Brexit serves a populist agenda dished up in sound bites endlessly repeated to a patriotic electorate, the fall-guys of rogues they thought they could trust. Dominic Cummings’s Leave campaign was reliant on, and contemptuous of, those he was manipulating. He gambled on Brexit and to hell with the consequences. He and Boris won. So what do we do now? Some say we must honour the referendum whatever the cost, but that is handing winnings to cheats and villains. We must do the courageous and morally honest thing, and give the choice back to the people - a choice, truth-driven, fully informed, and based on fact not on killer sound bites from The Jokers.

This can only happen if our weak, colluding opposition parties finally put the country first. In their acceptance of a fraudulent referendum, they’ve doomed us to a never-ending spiral of Tory corruption – and our Brexit downfall. Supreme Tory power is democratically catastrophic. Brexit, their defining cause, is the only thing that will remove them.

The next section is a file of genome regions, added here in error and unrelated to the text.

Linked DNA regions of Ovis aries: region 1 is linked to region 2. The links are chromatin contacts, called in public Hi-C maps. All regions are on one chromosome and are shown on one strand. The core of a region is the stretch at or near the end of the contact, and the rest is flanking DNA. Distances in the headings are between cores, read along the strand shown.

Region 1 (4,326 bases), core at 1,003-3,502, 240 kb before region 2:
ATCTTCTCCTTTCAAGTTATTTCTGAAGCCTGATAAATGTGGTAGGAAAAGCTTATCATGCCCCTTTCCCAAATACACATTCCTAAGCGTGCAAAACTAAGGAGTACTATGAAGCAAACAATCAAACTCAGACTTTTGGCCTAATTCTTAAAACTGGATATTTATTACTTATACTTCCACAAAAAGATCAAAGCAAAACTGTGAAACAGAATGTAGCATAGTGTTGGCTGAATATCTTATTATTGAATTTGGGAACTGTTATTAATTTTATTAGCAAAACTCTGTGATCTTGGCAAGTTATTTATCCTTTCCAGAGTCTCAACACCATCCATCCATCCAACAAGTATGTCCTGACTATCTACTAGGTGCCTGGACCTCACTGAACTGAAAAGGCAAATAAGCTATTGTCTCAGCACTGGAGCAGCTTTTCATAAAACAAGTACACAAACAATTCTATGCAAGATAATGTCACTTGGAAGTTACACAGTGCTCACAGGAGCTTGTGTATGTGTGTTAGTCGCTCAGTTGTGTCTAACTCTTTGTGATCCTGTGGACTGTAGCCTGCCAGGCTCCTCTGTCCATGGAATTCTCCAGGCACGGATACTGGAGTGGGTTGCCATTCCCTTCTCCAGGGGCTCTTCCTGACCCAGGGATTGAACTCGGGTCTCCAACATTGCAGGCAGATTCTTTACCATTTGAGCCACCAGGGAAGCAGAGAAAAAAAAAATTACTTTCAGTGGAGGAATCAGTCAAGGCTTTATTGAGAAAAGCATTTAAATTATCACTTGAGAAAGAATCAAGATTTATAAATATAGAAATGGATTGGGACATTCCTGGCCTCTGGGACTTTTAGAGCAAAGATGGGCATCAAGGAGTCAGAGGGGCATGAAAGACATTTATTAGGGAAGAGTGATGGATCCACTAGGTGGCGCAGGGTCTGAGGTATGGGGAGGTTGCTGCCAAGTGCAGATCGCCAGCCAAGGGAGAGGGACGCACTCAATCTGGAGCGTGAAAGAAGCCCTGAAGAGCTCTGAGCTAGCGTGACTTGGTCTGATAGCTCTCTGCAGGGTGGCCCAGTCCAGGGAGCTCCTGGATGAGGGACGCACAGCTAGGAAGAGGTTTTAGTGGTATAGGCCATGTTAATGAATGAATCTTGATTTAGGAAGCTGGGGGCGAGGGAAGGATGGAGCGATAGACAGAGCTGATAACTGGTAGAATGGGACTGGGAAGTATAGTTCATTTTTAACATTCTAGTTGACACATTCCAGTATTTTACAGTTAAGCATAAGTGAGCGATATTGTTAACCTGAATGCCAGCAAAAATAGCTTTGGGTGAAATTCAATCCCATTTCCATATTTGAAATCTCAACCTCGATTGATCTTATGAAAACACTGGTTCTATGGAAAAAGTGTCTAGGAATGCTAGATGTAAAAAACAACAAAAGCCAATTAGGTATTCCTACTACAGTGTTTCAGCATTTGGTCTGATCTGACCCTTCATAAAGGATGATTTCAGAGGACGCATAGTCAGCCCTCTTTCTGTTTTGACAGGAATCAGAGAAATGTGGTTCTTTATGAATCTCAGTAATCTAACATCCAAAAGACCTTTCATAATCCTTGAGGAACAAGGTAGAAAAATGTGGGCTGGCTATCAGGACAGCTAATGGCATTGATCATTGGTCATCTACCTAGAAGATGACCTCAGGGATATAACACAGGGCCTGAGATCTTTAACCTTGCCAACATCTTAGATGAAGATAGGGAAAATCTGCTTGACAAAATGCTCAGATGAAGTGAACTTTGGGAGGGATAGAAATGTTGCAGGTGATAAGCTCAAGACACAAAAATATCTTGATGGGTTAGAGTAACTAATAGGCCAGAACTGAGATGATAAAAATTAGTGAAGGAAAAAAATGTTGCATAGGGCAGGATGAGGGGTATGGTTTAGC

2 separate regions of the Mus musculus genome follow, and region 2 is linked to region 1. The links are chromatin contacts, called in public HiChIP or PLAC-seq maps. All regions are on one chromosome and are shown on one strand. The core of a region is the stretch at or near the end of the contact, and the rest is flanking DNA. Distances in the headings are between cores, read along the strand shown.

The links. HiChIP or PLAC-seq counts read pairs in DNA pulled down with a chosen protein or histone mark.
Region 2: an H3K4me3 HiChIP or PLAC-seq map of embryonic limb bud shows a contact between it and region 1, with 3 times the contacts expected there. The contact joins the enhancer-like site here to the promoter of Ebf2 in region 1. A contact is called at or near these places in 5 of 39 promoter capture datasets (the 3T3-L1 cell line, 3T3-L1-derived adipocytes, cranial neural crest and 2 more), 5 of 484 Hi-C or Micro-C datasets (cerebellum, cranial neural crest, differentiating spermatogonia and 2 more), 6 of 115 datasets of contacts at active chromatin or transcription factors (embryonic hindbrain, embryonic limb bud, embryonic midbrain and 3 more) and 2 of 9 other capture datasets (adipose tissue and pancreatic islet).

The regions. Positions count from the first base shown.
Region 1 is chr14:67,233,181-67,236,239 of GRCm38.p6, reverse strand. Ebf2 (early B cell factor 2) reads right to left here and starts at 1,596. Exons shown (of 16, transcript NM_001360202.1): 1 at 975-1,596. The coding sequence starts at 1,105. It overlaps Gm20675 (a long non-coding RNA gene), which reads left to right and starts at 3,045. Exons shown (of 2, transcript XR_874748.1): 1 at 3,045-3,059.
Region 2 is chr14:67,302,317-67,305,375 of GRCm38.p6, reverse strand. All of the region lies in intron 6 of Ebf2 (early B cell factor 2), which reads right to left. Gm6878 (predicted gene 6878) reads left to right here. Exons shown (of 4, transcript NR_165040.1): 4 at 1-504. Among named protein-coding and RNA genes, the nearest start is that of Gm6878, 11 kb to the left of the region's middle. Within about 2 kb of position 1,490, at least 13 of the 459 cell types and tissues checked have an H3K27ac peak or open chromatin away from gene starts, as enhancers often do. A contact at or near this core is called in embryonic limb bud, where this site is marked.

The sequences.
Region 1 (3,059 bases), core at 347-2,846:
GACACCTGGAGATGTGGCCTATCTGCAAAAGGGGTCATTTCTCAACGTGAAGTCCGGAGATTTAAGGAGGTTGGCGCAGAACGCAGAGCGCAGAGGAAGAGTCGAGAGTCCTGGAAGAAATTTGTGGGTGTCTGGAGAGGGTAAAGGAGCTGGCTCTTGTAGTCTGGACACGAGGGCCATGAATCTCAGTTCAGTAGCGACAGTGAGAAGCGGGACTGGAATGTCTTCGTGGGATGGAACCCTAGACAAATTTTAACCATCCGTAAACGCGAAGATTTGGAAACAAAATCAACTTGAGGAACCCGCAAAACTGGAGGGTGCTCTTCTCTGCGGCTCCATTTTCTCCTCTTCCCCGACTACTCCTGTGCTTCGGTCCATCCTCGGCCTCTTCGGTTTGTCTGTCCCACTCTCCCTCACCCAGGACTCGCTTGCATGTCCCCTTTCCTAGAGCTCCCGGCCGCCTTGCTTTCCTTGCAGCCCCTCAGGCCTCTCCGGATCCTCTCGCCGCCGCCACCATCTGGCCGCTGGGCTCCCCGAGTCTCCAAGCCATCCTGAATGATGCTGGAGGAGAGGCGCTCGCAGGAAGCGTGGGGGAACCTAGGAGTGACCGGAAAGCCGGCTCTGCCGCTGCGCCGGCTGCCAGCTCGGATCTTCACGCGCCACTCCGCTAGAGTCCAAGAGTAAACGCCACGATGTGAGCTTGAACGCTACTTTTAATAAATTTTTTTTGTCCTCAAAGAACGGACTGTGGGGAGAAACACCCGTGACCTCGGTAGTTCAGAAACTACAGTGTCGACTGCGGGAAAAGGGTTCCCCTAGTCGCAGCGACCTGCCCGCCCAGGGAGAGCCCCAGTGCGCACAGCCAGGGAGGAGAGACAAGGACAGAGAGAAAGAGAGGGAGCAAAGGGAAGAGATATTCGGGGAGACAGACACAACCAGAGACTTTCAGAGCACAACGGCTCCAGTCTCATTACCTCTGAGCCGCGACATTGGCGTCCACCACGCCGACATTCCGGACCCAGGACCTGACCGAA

Jennifer Godschall Johnson (Address supplied)

Tilting the balance in party’s favour

Dear Editor,

Whilst our focus is justly on the Chancellor’s budget and the government’s lack of action on protecting our environment, the Government’s illiberal new Election Bill introduces a raft of changes to the rules of elections rules that will make them less accessible, less independent and less fair.

The changes only benefit the Conservatives.

If we believe in British liberal values, our elections should be independently-run, free, fair and accessible to all those who wish to vote. As liberals, we have long campaigned for a proportional voting system, one where all votes are important, not just those in a few select marginal constituencies!

Naturally the Conservatives want to stick to First Past the Post (FPTP), where they can win a minority of the votes yet gain power. They know that in a proportional voting system they will lose seats and have to work harder for constituents to maintain them.